Wildlife Watch

Wild Life Watch

The discovery of the Liocichla
By Lt Gen (Retd) Baljit Singh.
Photo: Rohan Pandit

In the vast Eastern Himalayan region of India, an obscure 218 sq km forest tract acquired worldwide fame overnight among ornithologists. On 25 May 2006, Ramana Athreya discovered a new Indian bird hitherto unknown to science. And with that the count of bird species for India which had stood at 1225 since 1948, moved up by one digit!

Indians through ages have lived in close communion with birds and animals. Through Indian epics, classics and the lives and accounts of philosophers, kings and sages, most Indian birds have been made familiar. But there was no tradition of recording where any bird was first seen, by whom, its field biology and so on. Seen from that context, the present discovery created an exciting bench-mark for Indian ornithology. Now for the first time a bird species has been discovered by an Indian whose identity we know, and whose scientific data too has been successfully compiled. Secondly, in all likelihood, the discovered bird is endemic to India alone making it a rarity meant to be especially cherished and preserved for posterity.

The discovery became public only in Sept 2006 as it was necessary to first slot it correctly within the established ornithological systemic order. The bird was identified as belonging to the Asian Babbler family and of Liocichla genus. Ramana had promptly named it the "Bugun Liocichla" after the Bugun tribe who cohabit that forest tract with this bird. And as all birds must have a scientific

name for case of international usage, the name got Latinized into Liocichla Bugunorum.

The manner of this discovery makes a fascinating tale of adventure. Ramana graduated from the Indian Institute of Technology, Kanpur in 1989. He is a Radio Astronomer of international standing, currently on the rolls of the National Centre for Astrophysics located on the Pune University campus. Outside his profession, Ramana's passion lies in bird-watching.

In 1995 he had gone visiting his wife who, for her doctoral thesis, was pursuing a field project in the West Kameng district of Arunachal Pradesh. That is when he caught his first and only glimpse of a bird, in the Eaglenest Wildlife Sanctuary, which appeared distinctly different from any known species. Then he had to wait for ten long, agonising years for the second encounter with the bird in 2005!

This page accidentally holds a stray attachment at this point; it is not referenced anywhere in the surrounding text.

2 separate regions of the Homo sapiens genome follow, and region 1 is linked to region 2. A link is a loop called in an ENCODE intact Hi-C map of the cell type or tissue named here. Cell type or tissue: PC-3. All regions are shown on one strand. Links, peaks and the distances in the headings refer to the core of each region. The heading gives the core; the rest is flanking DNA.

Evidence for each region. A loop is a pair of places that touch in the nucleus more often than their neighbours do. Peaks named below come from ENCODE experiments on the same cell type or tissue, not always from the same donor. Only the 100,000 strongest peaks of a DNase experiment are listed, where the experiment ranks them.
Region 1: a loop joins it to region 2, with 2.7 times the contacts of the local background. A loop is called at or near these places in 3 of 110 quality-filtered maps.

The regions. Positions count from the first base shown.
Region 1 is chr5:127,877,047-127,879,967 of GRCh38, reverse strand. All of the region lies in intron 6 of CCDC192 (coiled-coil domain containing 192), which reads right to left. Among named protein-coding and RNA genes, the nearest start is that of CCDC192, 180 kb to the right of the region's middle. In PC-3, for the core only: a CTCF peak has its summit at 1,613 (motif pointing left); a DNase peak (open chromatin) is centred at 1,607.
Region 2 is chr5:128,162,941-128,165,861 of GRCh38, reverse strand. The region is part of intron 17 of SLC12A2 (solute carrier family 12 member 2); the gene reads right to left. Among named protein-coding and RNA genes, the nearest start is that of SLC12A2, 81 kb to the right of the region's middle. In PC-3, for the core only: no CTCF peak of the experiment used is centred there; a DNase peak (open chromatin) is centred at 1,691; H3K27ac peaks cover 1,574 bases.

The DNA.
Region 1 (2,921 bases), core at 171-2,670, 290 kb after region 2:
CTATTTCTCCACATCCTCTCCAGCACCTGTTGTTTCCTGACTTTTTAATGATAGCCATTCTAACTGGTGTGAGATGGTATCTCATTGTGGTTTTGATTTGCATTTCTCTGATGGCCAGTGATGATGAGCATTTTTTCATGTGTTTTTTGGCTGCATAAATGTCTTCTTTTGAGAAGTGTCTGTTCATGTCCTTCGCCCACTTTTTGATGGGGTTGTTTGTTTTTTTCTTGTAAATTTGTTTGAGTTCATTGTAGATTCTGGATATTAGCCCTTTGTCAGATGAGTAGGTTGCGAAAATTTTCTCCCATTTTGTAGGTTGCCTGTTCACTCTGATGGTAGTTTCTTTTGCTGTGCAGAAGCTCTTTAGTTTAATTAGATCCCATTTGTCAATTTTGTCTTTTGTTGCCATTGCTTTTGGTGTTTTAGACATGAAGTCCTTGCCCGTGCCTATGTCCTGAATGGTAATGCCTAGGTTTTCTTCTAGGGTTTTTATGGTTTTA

The Eaglenest Sanctuary which lies midway on the road Tezpur-Bomdila-Tawang was to ultimately yield full access to its prized and elusive denizen to Ramana in 2006. Early in the year and over several days, he was able to record the song of the bird on tape and sight fourteen birds in all. And on 25 May 2006, with permission from the government he succeeded in netting one! In less than two hours, Ramana had made a complete photographic album, taken bodily measurements with vernier calipers, removed two loose feathers (one from the tail and another from the wing) and released the bird to join its kin. And from that moment, the Bugun Liocichla became a fact of life!

Most of us are attracted to a bird either by the brilliance of its plumage or the appeal of its song. Where the Bugun Liocichla is concerned, the shades of red, black, flaming orange, yellow, olive, brown, silver and white on its plumage are deftly interwoven into colourful harmony. And the overall color impact is so sublime that the viewer can never have enough of the bird.

All discoveries come at a price always. There is the apprehension that as the unscrupulous are known to pay enormous sums to obtain the rare Lady Slipper orchid from the Easter Himalayas, they may next want to possess a live or dead specimen of this bird. It is a challenge for all Indians and the international community of ornithologists to rise to the occasion with proactive measures which will prevent this precious bird from becoming one more item of commerce in the illicit international wildlife trade.

 

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